PPG Porter Paints held an event at the Art Design Consultants gallery for Cincinnati designers to listen to a presentation about the 2011 and 2012 color trends for commercial spaces. Ruthanne Hamlon, PPG National Color and Design Consultant, spoke with confidence, passion, and playfulness about the in-style colors of this season and the next.
Ruthanne also discussed what emotions, moods, and energies these colors evoke—helping designers create the specific atmosphere their clients are looking for. Her presentation was entertaining and incredibly informative! We at ADC feel so privileged to be ‘in the know’ with this designer-exclusive info! (and, yes, we’re sharing it with you!)
Today’s Top Trends
2011 Color Trends
“It fuses the ancient, mythological, raw, and the primitive with a highly technical modern-day aesthetic. Instinct belongs to a citizen of the world with grown-up tastes and could be simply described as a mix of ethnic exoticism and modern sophistication.”
“Glistening metallics and intricate motifs invite to a sophisticated decor. With a contemporary perspective, it lets us bring to life a new gold standard connecting the past with the present.”
“A whimsical sense of design, and a rebirth of craft…
New Bohemia is a pastoral trend that blends bucolic elements with second-hand objects for an authentic look that updates the vintage aesthetic for a contemporary age. The composition of floral inspiration, mix of modern and craft with a feminine touch transforms the place in an original but authentic home.”
“Is about living simply…
It offers an honest yet elegant way of life. It is a philosophy steeped in the human desire for clarity, function and craftsmanship that refuses waste and love to reclaim the beauty of things past.”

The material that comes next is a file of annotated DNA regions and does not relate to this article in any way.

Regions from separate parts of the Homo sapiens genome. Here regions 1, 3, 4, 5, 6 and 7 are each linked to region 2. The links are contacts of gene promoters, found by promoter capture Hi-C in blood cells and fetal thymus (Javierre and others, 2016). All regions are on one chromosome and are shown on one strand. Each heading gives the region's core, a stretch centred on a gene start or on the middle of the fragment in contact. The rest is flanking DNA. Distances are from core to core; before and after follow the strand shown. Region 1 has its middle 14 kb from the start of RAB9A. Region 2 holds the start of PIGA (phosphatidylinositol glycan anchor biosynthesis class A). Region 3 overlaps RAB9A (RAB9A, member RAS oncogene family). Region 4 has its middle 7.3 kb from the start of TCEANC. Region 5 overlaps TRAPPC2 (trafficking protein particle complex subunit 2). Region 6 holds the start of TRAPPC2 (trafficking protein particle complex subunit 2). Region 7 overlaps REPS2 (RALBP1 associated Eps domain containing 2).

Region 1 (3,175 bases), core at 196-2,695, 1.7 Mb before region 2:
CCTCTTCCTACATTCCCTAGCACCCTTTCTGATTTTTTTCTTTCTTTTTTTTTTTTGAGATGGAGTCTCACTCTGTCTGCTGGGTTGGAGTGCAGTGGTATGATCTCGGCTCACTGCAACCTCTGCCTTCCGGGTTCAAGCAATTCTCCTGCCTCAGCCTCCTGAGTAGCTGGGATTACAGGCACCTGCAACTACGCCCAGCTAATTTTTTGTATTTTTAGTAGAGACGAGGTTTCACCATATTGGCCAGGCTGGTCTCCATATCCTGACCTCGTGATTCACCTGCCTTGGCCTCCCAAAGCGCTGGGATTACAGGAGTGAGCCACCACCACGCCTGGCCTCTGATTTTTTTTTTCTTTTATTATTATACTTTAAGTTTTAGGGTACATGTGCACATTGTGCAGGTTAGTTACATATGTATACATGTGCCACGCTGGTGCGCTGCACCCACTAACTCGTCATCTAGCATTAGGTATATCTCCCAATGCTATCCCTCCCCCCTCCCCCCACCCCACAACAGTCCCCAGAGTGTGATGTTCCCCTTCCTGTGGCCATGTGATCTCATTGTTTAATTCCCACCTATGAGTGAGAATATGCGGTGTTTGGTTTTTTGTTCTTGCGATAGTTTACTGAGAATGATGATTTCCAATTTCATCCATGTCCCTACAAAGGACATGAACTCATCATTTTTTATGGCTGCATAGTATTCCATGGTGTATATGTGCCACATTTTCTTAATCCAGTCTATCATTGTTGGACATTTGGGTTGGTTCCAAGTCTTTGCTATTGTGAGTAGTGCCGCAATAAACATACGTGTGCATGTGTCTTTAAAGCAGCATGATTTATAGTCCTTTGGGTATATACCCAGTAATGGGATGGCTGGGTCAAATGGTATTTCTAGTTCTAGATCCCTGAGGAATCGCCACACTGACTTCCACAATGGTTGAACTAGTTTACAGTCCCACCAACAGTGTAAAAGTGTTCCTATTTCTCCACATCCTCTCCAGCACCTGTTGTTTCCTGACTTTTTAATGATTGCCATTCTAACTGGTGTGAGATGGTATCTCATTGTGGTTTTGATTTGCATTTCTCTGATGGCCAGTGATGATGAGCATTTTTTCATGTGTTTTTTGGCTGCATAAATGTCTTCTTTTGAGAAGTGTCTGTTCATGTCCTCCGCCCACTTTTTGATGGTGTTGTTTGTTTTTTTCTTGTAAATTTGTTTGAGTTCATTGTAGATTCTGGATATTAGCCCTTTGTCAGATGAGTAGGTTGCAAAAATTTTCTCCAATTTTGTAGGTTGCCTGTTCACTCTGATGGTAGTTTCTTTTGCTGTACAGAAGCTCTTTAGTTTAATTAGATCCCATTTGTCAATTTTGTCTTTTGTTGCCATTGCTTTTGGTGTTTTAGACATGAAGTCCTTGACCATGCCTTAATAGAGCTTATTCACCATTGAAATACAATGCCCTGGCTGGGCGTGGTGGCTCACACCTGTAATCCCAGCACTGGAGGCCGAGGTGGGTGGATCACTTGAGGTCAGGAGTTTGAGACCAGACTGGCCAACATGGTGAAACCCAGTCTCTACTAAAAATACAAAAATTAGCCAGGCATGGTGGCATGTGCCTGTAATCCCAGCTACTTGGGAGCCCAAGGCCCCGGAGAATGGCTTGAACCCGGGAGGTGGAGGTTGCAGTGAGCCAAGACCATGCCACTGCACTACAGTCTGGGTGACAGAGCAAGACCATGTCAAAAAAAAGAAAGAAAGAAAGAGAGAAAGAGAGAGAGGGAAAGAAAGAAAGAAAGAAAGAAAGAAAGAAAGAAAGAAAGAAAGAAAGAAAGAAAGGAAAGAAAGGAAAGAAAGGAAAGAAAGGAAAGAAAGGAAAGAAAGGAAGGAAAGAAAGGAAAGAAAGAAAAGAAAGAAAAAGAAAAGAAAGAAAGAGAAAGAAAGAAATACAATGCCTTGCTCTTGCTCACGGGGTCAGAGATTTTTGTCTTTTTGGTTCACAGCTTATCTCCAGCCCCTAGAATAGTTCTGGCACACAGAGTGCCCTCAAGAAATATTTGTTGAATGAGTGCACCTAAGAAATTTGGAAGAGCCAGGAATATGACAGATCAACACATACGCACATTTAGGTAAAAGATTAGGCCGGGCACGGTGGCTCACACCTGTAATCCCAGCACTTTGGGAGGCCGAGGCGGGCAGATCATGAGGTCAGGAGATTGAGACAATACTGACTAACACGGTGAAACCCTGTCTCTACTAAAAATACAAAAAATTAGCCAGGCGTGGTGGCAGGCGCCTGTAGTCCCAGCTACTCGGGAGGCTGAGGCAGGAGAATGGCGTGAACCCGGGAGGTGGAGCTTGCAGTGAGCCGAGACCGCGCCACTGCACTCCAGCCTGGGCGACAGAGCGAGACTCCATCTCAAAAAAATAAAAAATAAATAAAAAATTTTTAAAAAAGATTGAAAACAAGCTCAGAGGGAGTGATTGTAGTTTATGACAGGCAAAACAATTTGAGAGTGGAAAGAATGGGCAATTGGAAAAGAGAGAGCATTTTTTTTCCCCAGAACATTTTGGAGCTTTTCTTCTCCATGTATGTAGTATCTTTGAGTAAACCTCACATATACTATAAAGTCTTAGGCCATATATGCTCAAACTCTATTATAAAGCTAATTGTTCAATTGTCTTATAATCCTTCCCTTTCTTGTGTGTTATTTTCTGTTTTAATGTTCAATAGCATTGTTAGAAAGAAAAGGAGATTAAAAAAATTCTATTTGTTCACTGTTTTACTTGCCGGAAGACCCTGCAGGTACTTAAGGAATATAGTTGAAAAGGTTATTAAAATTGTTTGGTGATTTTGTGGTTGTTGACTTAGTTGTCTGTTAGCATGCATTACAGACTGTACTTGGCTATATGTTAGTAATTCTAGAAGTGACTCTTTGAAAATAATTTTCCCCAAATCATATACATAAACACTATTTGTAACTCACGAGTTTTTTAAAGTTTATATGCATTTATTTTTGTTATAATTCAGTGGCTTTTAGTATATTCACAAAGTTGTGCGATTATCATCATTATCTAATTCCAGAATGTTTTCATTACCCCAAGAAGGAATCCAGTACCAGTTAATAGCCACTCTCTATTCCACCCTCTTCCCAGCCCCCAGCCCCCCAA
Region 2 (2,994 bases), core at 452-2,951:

Foresee a Bright Future
2012 Color Trends
“We are starting to think closer, simpler, more familiar again and eventually, it might get easier and less expensive. We are switching off from the virtual reality to be better connected to the real world; fresh local food, the rhythm of the seasons, the material of the region. Our growing desire of unplugging from a complicated life generates a desire for proximity and for autonomy. The aesthetic focus on what is simple and local.
A strong folkloric flavour influences the color palette and tells us stories of the community passed through generation like a good jam recipe. Made of a mix of red berries, a modest muted stone color neutral, a warm creamy white all-together anchored by a solid reliable brown.”
“The context of this theme is HIGHLY social where the decor is a scene for fun and for the pleasure of a bit of extravagance.
Glamorous and bold, it channels the spirit of a mix of 70s and 80s. This is the decor of a strong unapologetically confident woman or of a suave and charming man. To create the atmosphere of the Beauty Queen decor, we composed a very feminine palette. Bold pink and Purple have been paired with a softened white, a subtle cosmetic pink and an aqua blue. They easily could be used against black or grey”
“Vibrant colors and fun design are making of your home a joyful playground. This chromatic trend of bright color blocking is all about energy and optimism. Stripes and color-coded design are bringing a sense of organization to what could otherwise be simply a boisterous spectrum of joyous hues.
Deco candy is a bold harmony of citrus accented by a new playful blue. Yellow is the dominant player, it gives the color scheme that irresistible happy face effect. A dynamic combo to be used associated with more placid white and black.”
“It describes a Design movement that foregoes of conspicuous display of status for understated chic, it marries beauty with efficiency. It is a philosophy that puts technology and design at the service of simple intuition.
An understated chic is achieved with a fine balance of softened whites, calming neutrals, and accents of indigo blue. Softened whites have a more calming effect than stark whites and are neutral enough to pair easily with dark and mid tones indigo blues, and with calming neutrals like a light gray and pale wood tones.”